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While most of this has been covered in one form or another, I'd also recommend Parkour Science's video on the Kong vaults. The one thing that I think isn't being entirely covered in the prior answers here is that it really is a parabolic motion. In the Dive Kong, you land your hands as you're descending from the peak of your jump, which naturally keeps the ...


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Yes, if you have running speed. Doing a dive frontflip is often very beneficial, because you get to land such that your feet are out in front of you as you land. When you have a lot of forward momentum, if you land straight up and down (i.e. perpendicular to the ground), you're going to have way less opportunity for your legs to break the fall before you ...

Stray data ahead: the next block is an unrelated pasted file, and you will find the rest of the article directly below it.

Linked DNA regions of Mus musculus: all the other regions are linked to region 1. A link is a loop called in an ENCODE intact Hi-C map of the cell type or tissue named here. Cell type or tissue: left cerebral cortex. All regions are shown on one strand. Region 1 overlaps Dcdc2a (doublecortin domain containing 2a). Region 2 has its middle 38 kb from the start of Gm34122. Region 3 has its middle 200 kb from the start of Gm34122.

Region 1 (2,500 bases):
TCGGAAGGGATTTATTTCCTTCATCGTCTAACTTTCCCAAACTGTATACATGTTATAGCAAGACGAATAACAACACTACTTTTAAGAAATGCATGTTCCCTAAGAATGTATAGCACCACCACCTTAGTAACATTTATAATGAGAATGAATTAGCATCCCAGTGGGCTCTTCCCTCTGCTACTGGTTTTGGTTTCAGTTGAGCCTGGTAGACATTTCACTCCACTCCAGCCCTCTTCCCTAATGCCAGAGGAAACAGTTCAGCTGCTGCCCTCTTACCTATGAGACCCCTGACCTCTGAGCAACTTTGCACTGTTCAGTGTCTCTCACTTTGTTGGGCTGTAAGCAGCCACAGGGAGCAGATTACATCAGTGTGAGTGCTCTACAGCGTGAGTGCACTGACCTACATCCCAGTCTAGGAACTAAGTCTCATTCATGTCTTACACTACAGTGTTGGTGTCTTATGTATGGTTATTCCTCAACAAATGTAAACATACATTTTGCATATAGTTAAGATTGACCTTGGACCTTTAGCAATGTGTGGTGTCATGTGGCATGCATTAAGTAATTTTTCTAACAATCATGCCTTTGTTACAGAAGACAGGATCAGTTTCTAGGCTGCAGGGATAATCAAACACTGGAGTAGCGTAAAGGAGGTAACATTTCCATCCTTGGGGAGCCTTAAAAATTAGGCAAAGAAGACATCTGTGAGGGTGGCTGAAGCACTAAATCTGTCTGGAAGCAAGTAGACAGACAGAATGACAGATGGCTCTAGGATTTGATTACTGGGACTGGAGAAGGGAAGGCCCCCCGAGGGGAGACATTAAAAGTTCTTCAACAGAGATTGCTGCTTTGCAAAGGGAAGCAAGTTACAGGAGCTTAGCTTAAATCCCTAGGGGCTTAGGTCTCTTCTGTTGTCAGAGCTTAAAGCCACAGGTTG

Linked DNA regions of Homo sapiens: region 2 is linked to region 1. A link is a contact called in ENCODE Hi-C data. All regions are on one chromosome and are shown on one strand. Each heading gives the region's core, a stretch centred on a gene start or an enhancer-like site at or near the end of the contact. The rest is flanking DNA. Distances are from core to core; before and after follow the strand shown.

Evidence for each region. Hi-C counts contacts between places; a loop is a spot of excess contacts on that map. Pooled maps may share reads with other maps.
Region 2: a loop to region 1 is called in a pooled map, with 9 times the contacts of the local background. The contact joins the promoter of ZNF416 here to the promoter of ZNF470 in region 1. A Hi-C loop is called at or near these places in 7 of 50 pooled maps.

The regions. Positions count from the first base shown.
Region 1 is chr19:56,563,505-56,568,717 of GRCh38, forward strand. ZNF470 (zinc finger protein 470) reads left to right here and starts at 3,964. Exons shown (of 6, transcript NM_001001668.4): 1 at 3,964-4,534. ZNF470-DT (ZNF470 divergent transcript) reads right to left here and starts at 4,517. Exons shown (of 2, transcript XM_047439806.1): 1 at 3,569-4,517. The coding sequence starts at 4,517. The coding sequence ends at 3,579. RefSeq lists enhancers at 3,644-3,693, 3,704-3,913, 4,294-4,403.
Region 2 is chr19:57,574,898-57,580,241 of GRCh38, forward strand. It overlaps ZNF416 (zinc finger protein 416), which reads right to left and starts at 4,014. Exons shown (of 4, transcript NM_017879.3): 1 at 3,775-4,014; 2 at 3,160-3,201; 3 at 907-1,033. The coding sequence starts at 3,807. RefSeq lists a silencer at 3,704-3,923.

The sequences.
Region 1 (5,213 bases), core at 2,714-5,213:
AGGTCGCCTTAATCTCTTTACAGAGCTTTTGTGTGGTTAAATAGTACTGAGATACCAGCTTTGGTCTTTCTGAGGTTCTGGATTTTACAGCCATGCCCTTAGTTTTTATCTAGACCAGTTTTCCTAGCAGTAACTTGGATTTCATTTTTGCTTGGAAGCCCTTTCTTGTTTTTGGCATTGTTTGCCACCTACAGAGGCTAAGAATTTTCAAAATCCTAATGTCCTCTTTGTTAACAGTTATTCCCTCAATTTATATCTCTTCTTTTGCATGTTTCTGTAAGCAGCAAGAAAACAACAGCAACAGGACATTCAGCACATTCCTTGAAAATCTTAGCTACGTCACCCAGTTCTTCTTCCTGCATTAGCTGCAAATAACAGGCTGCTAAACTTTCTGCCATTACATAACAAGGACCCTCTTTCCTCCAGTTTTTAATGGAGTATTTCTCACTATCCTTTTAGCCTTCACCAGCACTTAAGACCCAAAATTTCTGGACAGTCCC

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The basic landing has no 90 degree restriction. I have a feeling that this myth started out as one guy just making it up on the fly, and people just ran with it. When doing the basic landing, the most important part is that both feet and hands cushion the fall. Preferably, the first thing to hit the ground, should be the balls of your feet (near the ...


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I am not an expert, but I've pretty consistently heard that the 90 degree landing is less a matter of "don't go beyond 90 degrees you fool!" and more a matter of reminding the traceur (or traceuse) to begin absorbing the landing immediately rather then letting their legs sink further, then beginning to flex their leg muscles to slow the fall. Also, under ...



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